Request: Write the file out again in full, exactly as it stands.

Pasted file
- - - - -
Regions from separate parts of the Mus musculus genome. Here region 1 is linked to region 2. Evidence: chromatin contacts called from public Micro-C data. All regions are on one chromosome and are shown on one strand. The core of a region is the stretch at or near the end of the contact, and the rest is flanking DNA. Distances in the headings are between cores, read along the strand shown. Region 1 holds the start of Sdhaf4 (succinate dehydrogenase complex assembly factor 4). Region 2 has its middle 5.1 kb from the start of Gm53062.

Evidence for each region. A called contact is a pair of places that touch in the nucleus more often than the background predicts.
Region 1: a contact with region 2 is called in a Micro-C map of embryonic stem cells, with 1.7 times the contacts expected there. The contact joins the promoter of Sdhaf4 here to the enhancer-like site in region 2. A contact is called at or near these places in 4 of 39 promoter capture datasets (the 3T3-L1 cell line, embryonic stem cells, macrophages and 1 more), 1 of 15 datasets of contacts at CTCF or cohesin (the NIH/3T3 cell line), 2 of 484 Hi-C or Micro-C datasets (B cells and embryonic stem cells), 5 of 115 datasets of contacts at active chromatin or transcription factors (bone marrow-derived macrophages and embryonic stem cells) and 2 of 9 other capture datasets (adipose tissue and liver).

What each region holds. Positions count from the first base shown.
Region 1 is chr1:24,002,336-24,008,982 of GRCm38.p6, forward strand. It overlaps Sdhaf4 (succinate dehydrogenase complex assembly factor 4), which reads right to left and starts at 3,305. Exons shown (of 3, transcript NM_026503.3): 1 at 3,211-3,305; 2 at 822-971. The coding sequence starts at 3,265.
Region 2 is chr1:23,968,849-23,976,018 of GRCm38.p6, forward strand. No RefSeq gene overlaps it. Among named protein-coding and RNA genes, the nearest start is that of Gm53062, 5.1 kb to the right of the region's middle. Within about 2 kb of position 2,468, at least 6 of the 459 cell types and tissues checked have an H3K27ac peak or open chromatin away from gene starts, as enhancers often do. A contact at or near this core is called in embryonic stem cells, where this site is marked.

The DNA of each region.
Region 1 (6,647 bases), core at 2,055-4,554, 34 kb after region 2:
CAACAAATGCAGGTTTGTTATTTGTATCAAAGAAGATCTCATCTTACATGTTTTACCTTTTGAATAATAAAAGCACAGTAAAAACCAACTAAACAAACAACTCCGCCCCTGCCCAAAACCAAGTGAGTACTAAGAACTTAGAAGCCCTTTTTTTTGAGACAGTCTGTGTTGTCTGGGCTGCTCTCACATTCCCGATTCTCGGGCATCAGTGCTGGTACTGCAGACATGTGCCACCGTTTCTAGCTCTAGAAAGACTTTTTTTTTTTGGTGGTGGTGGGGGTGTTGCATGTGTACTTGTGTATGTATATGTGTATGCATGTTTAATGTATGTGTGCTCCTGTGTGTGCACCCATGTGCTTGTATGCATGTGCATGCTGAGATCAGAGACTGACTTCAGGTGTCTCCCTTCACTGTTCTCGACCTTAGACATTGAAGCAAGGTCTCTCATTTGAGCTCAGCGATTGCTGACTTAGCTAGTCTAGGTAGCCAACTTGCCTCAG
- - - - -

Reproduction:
Regions from separate parts of the Mus musculus genome. Here region 1 is linked to region 2. Evidence: chromatin contacts called from public Micro-C data. All regions are on one chromosome and are shown on one strand. The core of a region is the stretch at or near the end of the contact, and the rest is flanking DNA. Distances in the headings are between cores, read along the strand shown. Region 1 holds the start of Sdhaf4 (succinate dehydrogenase complex assembly factor 4). Region 2 has its middle 5.1 kb from the start of Gm53062.

Evidence for each region. A called contact is a pair of places that touch in the nucleus more often than the background predicts.
Region 1: a contact with region 2 is called in a Micro-C map of embryonic stem cells, with 1.7 times the contacts expected there. The contact joins the promoter of Sdhaf4 here to the enhancer-like site in region 2. A contact is called at or near these places in 4 of 39 promoter capture datasets (the 3T3-L1 cell line, embryonic stem cells, macrophages and 1 more), 1 of 15 datasets of contacts at CTCF or cohesin (the NIH/3T3 cell line), 2 of 484 Hi-C or Micro-C datasets (B cells and embryonic stem cells), 5 of 115 datasets of contacts at active chromatin or transcription factors (bone marrow-derived macrophages and embryonic stem cells) and 2 of 9 other capture datasets (adipose tissue and liver).

What each region holds. Positions count from the first base shown.
Region 1 is chr1:24,002,336-24,008,982 of GRCm38.p6, forward strand. It overlaps Sdhaf4 (succinate dehydrogenase complex assembly factor 4), which reads right to left and starts at 3,305. Exons shown (of 3, transcript NM_026503.3): 1 at 3,211-3,305; 2 at 822-971. The coding sequence starts at 3,265.
Region 2 is chr1:23,968,849-23,976,018 of GRCm38.p6, forward strand. No RefSeq gene overlaps it. Among named protein-coding and RNA genes, the nearest start is that of Gm53062, 5.1 kb to the right of the region's middle. Within about 2 kb of position 2,468, at least 6 of the 459 cell types and tissues checked have an H3K27ac peak or open chromatin away from gene starts, as enhancers often do. A contact at or near this core is called in embryonic stem cells, where this site is marked.

The DNA of each region.
Region 1 (6,647 bases), core at 2,055-4,554, 34 kb after region 2:
CAACAAATGCAGGTTTGTTATTTGTATCAAAGAAGATCTCATCTTACATGTTTTACCTTTTGAATAATAAAAGCACAGTAAAAACCAACTAAACAAACAACTCCGCCCCTGCCCAAAACCAAGTGAGTACTAAGAACTTAGAAGCCCTTTTTTTTGAGACAGTCTGTGTTGTCTGGGCTGCTCTCACATTCCCGATTCTCGGGCATCAGTGCTGGTACTGCAGACATGTGCCACCGTTTCTAGCTCTAGAAAGACTTTTTTTTTTTGGTGGTGGTGGGGGTGTTGCATGTGTACTTGTGTATGTATATGTGTATGCATGTTTAATGTATGTGTGCTCCTGTGTGTGCACCCATGTGCTTGTATGCATGTGCATGCTGAGATCAGAGACTGACTTCAGGTGTCTCCCTTCACTGTTCTCGACCTTAGACATTGAAGCAAGGTCTCTCATTTGAGCTCAGCGATTGCTGACTTAGCTAGTCTAGGTAGCCAACTTGCCTCAG